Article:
From the beginning, Cigar Aficionado defied its critics. The first issue was mailed to more than 100,000 people. It had articles on Dominican Republic and Cuban cigars, a tasting of robusto-sized cigars, a profile on Gregory Hines, a wonderful essay by award-winning journalist Gay Talese entitled “Walking my Cigar,” and articles on gambling, Port, Lalique glass and a back-page feature dubbed Great Moments that had White House press secretary Pierre Salinger writing about his assignment to buy 1,000 H. Upmann Cuban cigars the night before President John F. Kennedy signed the Cuban Trade Embargo into law.

The articles established what would be an almost standard mix of cigar-related articles, with stories about things that would interest an affluent cigar smoker. The first editor’s letter stated it best: “Cigar Aficionado is about taste. But it is not limited to the taste of a great smoke. This magazine intends to awaken and explore many of the pleasures that drive successful men … we do dream about creating a very special magazine for the individual who wants the very most out of life.”

The magazine focused as much on cigar lifestyle topics, as it did on cigars. From the beginning, only about one-third of the content was directly related to cigars. The covers, in an attempt to differentiate the magazine on newsstands, had still life photos of cigars and cigar accessories, or artistic renditions of such storied cigar smokers as Groucho Marx.

In the spring 1994 issue, the decision was made to put a living cigar-smoking celebrity on the cover: Rush Limbaugh. That issue sold nearly 60 percent of the copies that had been sent to newsstands when a solid industry benchmark—the so-called “sell-through” rate—was about 35 percent. Up to that point, the magazine’s sell-through rate had languished in the 25 percent range.

The President Fidel Castro cover on the Summer 1994 issue marked the beginning of a real sea change in Cigar Aficionado’s history. First of all, it highlighted how bipartisan the magazine was by putting one of the world’s last remaining communist dictators on the cover immediately following one of America’s most renowned conservative pundits. More importantly, the Castro interview, conducted by Shanken, created a wave of publicity with literally hundreds and hundreds of stories in newspapers and magazines covering virtually every country.

Those first two celebrity covers also marked the beginning of an incredible string of covers: Bill Cosby, who let the camera lens click 11 times and said, “you got it” before walking off the set; George Burns, in the last big interview he gave before suffering a stroke; Ron Perelman, the infamous corporate raider; and then Jack Nicholson, looking the part of the devilish cigar-smoking rogue.

Big Smoke March.
More than 1,000 people joined in the Big Smoke March to highlight a demand for more cigar smoker rights. The crowd gathered in front of the White House on March 1, 1995, on the day of the Big Smoke.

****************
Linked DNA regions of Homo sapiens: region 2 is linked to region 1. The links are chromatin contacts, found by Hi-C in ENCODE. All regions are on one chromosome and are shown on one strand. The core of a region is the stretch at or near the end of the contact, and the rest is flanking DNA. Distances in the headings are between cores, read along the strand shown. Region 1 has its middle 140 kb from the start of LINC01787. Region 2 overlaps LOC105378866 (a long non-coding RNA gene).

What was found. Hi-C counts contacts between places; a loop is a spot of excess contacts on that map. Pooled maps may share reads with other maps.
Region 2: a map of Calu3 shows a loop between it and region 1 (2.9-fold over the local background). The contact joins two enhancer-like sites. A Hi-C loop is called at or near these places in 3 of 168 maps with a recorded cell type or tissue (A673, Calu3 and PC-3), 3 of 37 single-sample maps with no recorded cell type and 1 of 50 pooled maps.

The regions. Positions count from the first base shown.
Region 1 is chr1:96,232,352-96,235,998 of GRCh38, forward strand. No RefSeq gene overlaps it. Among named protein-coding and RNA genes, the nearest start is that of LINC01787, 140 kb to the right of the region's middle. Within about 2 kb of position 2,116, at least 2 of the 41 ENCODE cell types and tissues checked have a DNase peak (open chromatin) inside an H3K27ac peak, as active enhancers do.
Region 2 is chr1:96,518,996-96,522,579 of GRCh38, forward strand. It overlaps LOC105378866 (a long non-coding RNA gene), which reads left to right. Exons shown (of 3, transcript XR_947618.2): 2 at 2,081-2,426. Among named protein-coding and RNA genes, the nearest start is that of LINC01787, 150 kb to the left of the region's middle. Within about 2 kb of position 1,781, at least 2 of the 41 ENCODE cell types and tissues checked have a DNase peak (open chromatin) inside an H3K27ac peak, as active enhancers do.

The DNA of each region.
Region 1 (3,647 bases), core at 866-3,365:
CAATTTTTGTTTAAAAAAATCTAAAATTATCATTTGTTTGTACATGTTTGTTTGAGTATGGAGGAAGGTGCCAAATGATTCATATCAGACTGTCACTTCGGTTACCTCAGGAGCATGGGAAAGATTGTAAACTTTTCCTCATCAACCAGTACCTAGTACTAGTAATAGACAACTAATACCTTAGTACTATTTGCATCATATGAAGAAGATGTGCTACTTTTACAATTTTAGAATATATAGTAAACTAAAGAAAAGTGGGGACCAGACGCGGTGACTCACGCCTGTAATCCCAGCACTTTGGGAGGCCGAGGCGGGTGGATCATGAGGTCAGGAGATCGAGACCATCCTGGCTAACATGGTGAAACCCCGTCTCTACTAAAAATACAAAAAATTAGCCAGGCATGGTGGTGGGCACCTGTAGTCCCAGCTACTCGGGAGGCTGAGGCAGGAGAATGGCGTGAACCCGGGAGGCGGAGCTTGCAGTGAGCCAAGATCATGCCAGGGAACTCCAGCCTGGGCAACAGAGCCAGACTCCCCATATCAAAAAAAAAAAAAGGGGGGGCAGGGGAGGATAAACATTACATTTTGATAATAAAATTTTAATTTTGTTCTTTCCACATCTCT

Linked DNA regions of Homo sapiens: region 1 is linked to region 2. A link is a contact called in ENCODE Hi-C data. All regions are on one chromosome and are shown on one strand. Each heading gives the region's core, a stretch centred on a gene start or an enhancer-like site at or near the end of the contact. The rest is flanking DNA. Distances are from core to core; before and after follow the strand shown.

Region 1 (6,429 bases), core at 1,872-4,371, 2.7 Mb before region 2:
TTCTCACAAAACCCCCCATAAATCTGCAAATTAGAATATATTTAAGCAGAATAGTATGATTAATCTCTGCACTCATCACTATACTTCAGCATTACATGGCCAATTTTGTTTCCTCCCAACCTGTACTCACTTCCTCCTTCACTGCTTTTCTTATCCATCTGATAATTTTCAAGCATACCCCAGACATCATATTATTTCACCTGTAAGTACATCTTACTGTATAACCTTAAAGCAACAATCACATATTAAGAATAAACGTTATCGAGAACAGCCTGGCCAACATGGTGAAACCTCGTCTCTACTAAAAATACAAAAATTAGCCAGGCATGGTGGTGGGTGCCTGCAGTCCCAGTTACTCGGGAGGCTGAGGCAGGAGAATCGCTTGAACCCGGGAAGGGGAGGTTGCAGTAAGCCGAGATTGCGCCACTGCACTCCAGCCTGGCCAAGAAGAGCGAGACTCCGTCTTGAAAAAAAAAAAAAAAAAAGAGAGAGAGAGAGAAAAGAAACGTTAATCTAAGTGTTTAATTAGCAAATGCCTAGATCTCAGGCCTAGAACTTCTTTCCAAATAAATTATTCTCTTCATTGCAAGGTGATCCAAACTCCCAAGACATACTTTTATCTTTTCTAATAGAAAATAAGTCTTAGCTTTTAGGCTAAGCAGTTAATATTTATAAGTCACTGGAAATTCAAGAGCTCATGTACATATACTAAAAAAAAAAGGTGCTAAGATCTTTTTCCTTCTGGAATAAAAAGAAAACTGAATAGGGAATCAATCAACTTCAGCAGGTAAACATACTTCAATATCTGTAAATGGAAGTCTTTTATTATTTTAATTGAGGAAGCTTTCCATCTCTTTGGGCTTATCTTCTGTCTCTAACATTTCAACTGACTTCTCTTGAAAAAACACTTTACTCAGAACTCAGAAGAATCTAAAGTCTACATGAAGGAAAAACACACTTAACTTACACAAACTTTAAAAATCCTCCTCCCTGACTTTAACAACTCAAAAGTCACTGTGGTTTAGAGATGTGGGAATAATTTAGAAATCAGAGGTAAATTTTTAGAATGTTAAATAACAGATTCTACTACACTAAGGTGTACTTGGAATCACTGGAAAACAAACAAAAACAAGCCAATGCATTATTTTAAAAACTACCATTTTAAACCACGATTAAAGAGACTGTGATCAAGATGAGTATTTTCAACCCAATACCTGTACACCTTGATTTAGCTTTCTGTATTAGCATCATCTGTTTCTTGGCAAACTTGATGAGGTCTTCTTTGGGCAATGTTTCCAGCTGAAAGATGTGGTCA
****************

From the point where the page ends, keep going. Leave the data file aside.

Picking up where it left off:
The magazine’s circulation boomed during that same period. The first official ABC audit occurred with the Spring 1995 issue, and was reported at 167,560. By the Fall issue, it had risen to 193,495, and with the Nicholson cover (Winter 1995), Cigar Aficionado rocketed past 200,000 circulation to 241,301. A year later, for the Winter 1996 issue, with Danny DeVito on the cover, the audited circulation was 413,000, and the newsstand sales reached 220,000, an extraordinary newsstand performance for any magazine, let alone a fledgling, niche publication about cigars.

More impressive, was the outpouring of advertiser support for Cigar Aficionado. The DeVito issue hit 544 pages, the largest issue to that point. In part because such big issues were unwieldy, Shanken declared that the magazine would switch from a quarterly publication schedule to a bimonthly frequency. But that didn’t slow down the boom in 1997, as the magazine’s ad revenues continued growing while circulation remained relatively steady. The November/December issue, with Pierce Brosnan on the cover, topped out at 586 pages, the largest issue in the magazine’s history.

By any reasonable assessment, the 1995-1997 period was extraordinary, both for the magazine and for the cigar industry. One of the highlights in those years was Shanken’s purchase of the JFK Humidor at the Jackie Onassis estate auction at Sotheby’s in New York. The magazine’s editors joked that before the purchase, people’s reaction upon hearing the title Cigar Aficionado, “Cigar, Fish and Auto, what’s that about?” had quickly changed to, “Oh, the magazine from the guy who bought the humidor.” The event also triggered another wave of incredible publicity, garnering mention in everything from Time and Newsweek and the New York Times to virtually every major publication in every country on the planet.

The cigar phenomenon, or “fad” as it was called, defied explanation. In 1996, the Big Smoke schedule included six different cities including Washington, D.C., Chicago, Dallas, New York, Las Vegas and San Francisco. Each one drew at least a thousand people, and the first Big Smoke Weekend in Las Vegas attracted more than 3,000 people. People in other cities clamored for a hometown event, and at every city in which one was held, people traveled from nearby states just to take part.

Cigar bars sprang up in every major city. In New York, almost overnight it seemed as if there were dozens of places to smoke. What amounted to a classified ad section at no-charge in Cigar Aficionado for cigar dinners listed hundreds around the country every issue.

The magazine also began to hold charity dinners, such as the Night to Remember that became one of the biggest fundraising events for CapCure (now called the Prostate Cancer Foundation). In 1994, the Dinner of the Century was held first in Paris, as a charity event for Cuban Medical Relief, and then in London the following year.